I (Still) Want to Believe: The X-Files, 21 Years Later
It's A Conspiracy
The overarching mythos of The X-Files seems almost quaint to jaded, 21st century observers. Sinister government cabals working in concert with alien nemeses; alien bounty hunters; parasitic oil(?). The shit started getting out of hand circa Season 5, and never reached what could be described as a satisfactory conclusion, in spite of two uneven movies. I attribute my disillusionment to the fact Carter seemed like he was throwing anything he could at the Plot Development Wall to a) see what stuck, and b) make sure his show got renewed.
It's also a big reason why the show couldn't survive in a post-9/11 world: the truth that was really out there was more depressing and sinister than anything Carter and company could come up with.
The Samantha Mulder Cop-Out
The disappearance of his little sister was the catalyst that set Fox Mulder on the path to his eventual career with the Federal Bureau of Investigation. And yet, so many red herrings were thrown out in the early seasons (see above) it was nigh impossible to generate much enthusiasm for the half-assed "What Ifs" resolution. In other words, I wasn't a fan.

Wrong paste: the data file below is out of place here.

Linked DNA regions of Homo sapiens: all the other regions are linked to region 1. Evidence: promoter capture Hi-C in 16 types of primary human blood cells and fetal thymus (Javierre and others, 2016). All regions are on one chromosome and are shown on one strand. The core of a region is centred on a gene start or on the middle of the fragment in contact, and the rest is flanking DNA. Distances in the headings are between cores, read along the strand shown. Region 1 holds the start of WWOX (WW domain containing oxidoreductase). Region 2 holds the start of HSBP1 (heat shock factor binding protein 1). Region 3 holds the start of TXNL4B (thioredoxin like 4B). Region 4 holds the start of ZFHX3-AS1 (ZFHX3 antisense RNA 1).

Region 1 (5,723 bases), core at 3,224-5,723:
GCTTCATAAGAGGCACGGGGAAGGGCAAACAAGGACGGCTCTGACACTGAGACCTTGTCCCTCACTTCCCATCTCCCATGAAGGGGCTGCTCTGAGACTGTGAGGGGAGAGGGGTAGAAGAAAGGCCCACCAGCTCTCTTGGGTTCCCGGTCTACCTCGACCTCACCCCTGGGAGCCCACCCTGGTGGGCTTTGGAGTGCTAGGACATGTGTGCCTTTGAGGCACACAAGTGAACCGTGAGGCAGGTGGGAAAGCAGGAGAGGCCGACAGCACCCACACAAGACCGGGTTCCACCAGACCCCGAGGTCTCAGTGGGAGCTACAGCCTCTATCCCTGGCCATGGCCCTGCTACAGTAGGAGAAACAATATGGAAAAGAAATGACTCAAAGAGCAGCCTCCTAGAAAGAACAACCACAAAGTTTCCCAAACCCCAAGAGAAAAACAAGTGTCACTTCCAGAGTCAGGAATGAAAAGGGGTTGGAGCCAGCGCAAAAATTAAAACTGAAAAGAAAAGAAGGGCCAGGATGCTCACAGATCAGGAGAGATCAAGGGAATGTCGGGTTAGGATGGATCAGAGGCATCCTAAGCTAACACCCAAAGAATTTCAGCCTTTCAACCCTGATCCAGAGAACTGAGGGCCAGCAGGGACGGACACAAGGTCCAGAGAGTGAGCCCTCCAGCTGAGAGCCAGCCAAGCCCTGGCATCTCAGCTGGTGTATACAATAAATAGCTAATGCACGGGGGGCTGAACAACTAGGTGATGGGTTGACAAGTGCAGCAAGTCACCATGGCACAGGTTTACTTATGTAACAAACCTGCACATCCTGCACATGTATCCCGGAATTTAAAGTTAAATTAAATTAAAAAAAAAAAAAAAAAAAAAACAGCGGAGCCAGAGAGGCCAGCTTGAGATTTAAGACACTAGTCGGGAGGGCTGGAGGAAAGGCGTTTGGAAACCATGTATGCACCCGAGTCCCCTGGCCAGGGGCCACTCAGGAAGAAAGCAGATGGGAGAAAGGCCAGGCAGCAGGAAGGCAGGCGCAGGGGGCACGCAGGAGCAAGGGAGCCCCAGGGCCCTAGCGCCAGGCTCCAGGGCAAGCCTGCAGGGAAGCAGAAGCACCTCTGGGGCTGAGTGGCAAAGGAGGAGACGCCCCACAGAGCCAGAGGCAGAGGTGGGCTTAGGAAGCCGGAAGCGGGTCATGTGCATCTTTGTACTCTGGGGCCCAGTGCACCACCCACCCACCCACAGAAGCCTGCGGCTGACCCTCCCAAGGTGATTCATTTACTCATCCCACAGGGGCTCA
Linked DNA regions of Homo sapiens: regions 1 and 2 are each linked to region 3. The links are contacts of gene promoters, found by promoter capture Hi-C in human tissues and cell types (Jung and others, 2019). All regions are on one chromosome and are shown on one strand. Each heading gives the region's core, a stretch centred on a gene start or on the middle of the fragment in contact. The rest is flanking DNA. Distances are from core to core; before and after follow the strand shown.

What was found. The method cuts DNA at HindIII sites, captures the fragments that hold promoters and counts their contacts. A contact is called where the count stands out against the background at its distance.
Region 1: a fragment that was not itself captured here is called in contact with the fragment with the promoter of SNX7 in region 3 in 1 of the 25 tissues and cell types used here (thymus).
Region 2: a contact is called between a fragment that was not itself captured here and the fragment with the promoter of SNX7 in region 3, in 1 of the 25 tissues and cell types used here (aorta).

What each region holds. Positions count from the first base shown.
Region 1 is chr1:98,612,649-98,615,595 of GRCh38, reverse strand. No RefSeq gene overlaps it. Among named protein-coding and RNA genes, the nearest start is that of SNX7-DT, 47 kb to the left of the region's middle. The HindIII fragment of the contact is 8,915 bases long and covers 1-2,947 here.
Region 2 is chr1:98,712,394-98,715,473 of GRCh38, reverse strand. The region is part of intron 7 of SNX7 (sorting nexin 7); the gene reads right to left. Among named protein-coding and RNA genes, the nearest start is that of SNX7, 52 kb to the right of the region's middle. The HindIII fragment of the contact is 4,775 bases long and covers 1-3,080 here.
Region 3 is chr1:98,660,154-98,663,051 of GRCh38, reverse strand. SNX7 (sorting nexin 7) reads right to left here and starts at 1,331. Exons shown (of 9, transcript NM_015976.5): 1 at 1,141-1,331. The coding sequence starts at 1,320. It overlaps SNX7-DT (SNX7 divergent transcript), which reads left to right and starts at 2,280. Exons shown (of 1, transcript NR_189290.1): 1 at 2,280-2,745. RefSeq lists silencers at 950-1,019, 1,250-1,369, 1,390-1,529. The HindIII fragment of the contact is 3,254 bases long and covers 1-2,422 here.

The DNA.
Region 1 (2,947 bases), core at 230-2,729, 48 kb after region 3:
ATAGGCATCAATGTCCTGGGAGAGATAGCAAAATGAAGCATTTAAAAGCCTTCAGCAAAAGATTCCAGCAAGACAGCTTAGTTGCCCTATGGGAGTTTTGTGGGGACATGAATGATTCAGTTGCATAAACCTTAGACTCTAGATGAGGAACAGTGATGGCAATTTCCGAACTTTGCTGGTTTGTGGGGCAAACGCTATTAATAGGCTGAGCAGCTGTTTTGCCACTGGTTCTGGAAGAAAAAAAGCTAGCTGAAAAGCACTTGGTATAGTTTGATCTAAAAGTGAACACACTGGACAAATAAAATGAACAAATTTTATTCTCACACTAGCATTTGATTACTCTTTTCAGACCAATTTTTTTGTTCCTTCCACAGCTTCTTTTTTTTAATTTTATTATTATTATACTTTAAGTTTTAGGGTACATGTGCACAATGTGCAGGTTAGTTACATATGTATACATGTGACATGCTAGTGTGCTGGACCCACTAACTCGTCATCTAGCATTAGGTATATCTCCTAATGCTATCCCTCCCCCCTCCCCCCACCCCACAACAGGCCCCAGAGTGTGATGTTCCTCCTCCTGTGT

A New Millennium
When the show aired on Friday nights, we used to be all, "Woo hoo! The X-Files is on! Weekend's just getting started!" Then, for Season 4, they moved the show to Sundays and we were like, "Oh man, X-Files is on. Guess the weekend's over" (this was before Sunday night became the hip night for TV drama).
And its replacement in the Friday time slot -- Millennium -- was such an unrelenting downer it really didn't generate the same enthusiasm. Used to be you'd watch The X-Files, then head to the bar to discuss it with your friends. After watching Frank Black mope his way through another series of ritual murders, you just wanted to stay home and suck on an exhaust pipe.